The Lovely Few Tackle Hefty Themes and Daunting Concepts Through Minimal Electro-Folk
Thursday at Art Bar
The Lovely Few photo by William Lide Powell.
It’s one of humanity’s oldest inspirations — looking up at the stars. It’s easy to imagine, and be awed by, the larger-than-life figures of myth and folklore, religion and fantasy acting out their stories across the canvas of the night sky.
For Columbia’s Mike Mewborne, songwriter and leader for the electro-folk collective known as The Lovely Few, the heavens and their attendant metaphors are enough to tell every story he has. Since 2010, he’s released four high-concept records based largely on different meteor showers and dotted with allusions to planets, astronomy, astrology, mythology and religion. His spare, elliptical lyrics pair with tender soundscapes that evoke celestial distances and spacey warmth.
What: The Lovely Few
Where: Art Bar, 1211 Park St.
When: Thursday, July 24, 8 p.m.
More Info: artbarsc.com
“It’s a challenge for me, really,” Mewborne says. “I’ve always been most creative writing when I have a framework with certain criteria I’m trying to meet. I don’t always feel like I have a lot to say in terms of a typical love song. There are so many other people, locally, who already do that so well. But with this structure, we can talk about mythology, which leads to ideas about religion, and religion is a very personal thing, so you can make those connections pretty quickly.”
The subject matter that appeals to him straddles the line between the personal and the universal — such as stargazing.
“I’ve watched meteor showers with my dad, watched meteor showers with my friends in college, and I ended up marrying one of them, you know?” he says, referring to his wife and bandmate Kate Mewborne. “The stories are there. Once you make those connections in this bigger picture it becomes easy.”
Originally a glorified solo project with Mike playing most of the parts and asking a few friends to contribute odds and ends, The Lovely Few has tentatively emerged as a real band that performs and records in different iterations. Aside from Mike, the constants are Kate Mewborne, who adds keyboards and angelic backing vocals, and their college friend Alan Davis, who started out playing trumpet with the band and now contributes guitars and synths, as well.
Mike is quick to point out that Dan McCurry — producer and leader for Hearts & Plugs, The Lovely Few’s Charleston-based label — is also involved with the band’s creative process, in addition to his primary role as a helpful cheerleader and advocate for the promotion-adverse songwriter. Many others have also made guest appearances.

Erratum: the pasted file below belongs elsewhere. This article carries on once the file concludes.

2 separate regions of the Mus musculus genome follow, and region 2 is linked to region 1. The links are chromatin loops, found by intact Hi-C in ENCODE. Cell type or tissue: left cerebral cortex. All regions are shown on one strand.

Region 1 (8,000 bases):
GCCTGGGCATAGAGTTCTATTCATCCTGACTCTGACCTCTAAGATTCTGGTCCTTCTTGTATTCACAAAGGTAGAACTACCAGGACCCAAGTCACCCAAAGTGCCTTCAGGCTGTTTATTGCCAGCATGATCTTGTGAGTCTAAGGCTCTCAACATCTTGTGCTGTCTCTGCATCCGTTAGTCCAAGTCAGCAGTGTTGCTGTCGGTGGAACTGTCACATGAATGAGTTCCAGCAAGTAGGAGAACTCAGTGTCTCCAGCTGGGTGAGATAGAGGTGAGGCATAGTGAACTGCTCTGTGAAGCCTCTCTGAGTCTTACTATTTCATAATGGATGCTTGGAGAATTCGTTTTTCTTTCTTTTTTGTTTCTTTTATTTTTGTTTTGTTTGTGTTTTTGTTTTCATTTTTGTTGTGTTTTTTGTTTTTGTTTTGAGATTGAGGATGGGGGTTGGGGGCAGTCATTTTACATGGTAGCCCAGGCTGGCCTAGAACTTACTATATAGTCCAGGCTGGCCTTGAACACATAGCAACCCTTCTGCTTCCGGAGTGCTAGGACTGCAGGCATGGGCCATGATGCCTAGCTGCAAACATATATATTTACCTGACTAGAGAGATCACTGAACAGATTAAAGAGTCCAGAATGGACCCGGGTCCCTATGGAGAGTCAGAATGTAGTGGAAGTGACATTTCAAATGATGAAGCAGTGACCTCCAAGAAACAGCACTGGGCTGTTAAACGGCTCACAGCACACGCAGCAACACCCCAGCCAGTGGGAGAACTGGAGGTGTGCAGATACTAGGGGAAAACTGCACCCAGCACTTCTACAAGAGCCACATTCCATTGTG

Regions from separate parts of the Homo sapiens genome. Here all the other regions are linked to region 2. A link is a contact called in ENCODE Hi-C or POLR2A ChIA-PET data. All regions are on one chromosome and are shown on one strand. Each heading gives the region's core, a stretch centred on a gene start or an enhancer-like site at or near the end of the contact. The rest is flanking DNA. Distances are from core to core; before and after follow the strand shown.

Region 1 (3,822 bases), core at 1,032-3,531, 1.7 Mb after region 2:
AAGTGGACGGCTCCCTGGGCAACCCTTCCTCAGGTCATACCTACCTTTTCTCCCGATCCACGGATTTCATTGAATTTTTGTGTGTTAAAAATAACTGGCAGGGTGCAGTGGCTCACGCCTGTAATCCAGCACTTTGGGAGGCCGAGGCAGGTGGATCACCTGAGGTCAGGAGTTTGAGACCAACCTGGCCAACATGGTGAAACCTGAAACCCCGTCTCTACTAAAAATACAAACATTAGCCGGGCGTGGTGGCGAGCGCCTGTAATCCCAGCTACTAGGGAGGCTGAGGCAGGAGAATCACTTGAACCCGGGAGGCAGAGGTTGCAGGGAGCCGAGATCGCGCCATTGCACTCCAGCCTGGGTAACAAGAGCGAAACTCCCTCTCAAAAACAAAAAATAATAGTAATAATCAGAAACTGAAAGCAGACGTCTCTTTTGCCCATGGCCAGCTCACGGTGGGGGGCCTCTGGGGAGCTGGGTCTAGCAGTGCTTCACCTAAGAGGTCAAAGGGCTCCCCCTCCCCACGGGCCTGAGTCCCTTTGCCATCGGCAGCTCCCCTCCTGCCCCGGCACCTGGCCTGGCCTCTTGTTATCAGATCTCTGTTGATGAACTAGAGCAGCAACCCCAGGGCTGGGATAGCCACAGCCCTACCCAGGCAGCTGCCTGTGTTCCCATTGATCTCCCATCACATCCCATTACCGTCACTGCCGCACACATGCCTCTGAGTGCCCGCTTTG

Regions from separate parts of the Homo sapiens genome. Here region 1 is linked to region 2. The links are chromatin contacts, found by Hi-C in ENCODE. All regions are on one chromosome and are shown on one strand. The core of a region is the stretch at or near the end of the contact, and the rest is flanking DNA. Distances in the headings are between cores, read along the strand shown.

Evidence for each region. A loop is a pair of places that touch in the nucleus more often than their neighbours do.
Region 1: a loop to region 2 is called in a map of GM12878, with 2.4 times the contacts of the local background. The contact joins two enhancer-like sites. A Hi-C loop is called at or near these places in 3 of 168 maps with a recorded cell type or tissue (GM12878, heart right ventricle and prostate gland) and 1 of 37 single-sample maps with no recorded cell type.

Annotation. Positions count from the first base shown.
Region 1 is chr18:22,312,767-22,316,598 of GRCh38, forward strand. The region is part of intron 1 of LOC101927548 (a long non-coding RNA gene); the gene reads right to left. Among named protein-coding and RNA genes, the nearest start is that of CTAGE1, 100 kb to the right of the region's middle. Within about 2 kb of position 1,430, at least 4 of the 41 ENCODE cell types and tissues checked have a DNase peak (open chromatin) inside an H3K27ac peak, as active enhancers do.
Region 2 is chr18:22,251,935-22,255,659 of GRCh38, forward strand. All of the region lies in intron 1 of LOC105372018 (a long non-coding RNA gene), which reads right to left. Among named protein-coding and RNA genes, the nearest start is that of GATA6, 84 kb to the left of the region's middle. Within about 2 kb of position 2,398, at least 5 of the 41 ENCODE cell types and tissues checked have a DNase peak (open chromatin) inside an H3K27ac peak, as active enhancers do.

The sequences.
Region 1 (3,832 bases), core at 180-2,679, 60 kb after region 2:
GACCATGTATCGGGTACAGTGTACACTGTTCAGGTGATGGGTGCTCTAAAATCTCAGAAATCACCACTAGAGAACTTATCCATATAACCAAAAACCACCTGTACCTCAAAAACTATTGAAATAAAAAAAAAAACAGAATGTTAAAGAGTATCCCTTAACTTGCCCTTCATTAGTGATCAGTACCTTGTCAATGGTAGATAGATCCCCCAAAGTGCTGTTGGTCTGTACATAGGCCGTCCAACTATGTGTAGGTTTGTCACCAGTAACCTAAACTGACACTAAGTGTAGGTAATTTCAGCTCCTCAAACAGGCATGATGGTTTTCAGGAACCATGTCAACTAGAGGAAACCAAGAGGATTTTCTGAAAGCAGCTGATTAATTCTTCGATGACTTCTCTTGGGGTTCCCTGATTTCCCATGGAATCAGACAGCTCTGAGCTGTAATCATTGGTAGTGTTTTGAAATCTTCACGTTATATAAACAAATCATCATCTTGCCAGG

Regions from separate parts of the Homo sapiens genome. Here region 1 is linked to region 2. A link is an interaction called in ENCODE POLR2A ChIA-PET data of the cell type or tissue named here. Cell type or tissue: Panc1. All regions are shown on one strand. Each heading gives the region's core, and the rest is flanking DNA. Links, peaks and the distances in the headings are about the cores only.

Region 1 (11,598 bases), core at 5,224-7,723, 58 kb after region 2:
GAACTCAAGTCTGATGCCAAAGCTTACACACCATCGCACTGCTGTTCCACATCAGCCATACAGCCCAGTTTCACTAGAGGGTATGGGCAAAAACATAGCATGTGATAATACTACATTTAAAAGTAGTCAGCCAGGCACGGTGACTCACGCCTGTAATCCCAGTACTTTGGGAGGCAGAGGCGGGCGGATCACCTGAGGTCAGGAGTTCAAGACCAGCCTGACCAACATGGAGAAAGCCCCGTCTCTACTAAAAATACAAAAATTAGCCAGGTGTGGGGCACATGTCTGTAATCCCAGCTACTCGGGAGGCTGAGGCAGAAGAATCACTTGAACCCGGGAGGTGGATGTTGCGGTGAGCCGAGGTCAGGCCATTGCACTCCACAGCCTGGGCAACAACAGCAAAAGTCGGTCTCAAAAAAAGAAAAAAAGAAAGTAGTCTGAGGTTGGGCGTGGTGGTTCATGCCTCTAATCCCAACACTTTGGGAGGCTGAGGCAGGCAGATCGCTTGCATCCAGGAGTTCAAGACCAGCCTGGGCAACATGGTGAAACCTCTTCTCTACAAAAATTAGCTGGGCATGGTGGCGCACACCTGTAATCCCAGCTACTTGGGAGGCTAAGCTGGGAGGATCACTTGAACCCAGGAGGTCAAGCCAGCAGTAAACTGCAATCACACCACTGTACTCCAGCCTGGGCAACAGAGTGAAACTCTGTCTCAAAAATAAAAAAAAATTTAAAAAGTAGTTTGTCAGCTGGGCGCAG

“Mike has big ideas of The Lovely Few being a project that incorporated lots of different musicians and musical ideas,” Davis explains. “He has so many talented and creative friends with so many great ideas and approaches — why not try and capture that?”
This interwoven collection of contributions from different musicians fits well with the songs, which often feel like carefully constructed messages reverberating across the interstellar ether, bringing to mind one of the band’s primary influences, The Postal Service. The other, Mike admits, is Sufjan Stevens, who is an obvious inspiration in a variety of ways.
“[Stevens] is not afraid to do beautiful, but he’s also not afraid to bring in a dichotomy,” Mike explains. “He does some gnarly stuff with guitars and synths, but his voice is very tender and he’ll also bring in a lot of beautiful winds and strings.”
Even setting aside the obvious vocal comparison, it’s not difficult to see Stevens’ impact on The Lovely Few. These are songs built with grand-scale ambitions and the poignant sincerity of Steven’s best work, demonstrating a keen sense of melody and meditation while remaining unafraid of letting distortion and cacophony creep into Mike’s heartfelt tunes.
“There’s a difference in having an influence and ripping someone off,” Mike points out, though he doesn’t mind the comparison. “I do think that’s the direction that music should go.”
And, Kate chimes in, “There’s something to be said for joining the larger musical conversation.”